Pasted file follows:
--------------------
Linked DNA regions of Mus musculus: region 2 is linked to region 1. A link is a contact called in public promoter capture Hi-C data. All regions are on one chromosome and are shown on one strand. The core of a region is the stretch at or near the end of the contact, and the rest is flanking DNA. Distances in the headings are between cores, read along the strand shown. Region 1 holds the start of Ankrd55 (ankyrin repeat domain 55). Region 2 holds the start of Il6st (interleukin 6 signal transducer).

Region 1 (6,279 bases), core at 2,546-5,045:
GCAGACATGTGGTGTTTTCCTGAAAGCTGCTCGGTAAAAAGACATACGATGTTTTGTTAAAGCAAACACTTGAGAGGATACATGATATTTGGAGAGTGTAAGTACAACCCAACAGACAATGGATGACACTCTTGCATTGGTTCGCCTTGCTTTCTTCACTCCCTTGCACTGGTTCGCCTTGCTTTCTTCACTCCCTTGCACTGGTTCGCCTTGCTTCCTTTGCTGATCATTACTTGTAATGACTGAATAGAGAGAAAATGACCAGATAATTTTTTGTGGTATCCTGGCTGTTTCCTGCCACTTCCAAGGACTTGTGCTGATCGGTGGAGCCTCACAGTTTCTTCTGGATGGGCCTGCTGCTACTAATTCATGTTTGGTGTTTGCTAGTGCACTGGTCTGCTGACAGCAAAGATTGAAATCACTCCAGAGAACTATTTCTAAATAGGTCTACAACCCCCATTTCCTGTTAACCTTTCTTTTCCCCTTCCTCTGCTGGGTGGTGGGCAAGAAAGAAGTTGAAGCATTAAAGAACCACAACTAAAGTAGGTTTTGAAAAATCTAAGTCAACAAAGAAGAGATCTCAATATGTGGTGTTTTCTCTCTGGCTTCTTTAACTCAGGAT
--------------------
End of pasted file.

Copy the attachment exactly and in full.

Linked DNA regions of Mus musculus: region 2 is linked to region 1. A link is a contact called in public promoter capture Hi-C data. All regions are on one chromosome and are shown on one strand. The core of a region is the stretch at or near the end of the contact, and the rest is flanking DNA. Distances in the headings are between cores, read along the strand shown. Region 1 holds the start of Ankrd55 (ankyrin repeat domain 55). Region 2 holds the start of Il6st (interleukin 6 signal transducer).

Region 1 (6,279 bases), core at 2,546-5,045:
GCAGACATGTGGTGTTTTCCTGAAAGCTGCTCGGTAAAAAGACATACGATGTTTTGTTAAAGCAAACACTTGAGAGGATACATGATATTTGGAGAGTGTAAGTACAACCCAACAGACAATGGATGACACTCTTGCATTGGTTCGCCTTGCTTTCTTCACTCCCTTGCACTGGTTCGCCTTGCTTTCTTCACTCCCTTGCACTGGTTCGCCTTGCTTCCTTTGCTGATCATTACTTGTAATGACTGAATAGAGAGAAAATGACCAGATAATTTTTTGTGGTATCCTGGCTGTTTCCTGCCACTTCCAAGGACTTGTGCTGATCGGTGGAGCCTCACAGTTTCTTCTGGATGGGCCTGCTGCTACTAATTCATGTTTGGTGTTTGCTAGTGCACTGGTCTGCTGACAGCAAAGATTGAAATCACTCCAGAGAACTATTTCTAAATAGGTCTACAACCCCCATTTCCTGTTAACCTTTCTTTTCCCCTTCCTCTGCTGGGTGGTGGGCAAGAAAGAAGTTGAAGCATTAAAGAACCACAACTAAAGTAGGTTTTGAAAAATCTAAGTCAACAAAGAAGAGATCTCAATATGTGGTGTTTTCTCTCTGGCTTCTTTAACTCAGGAT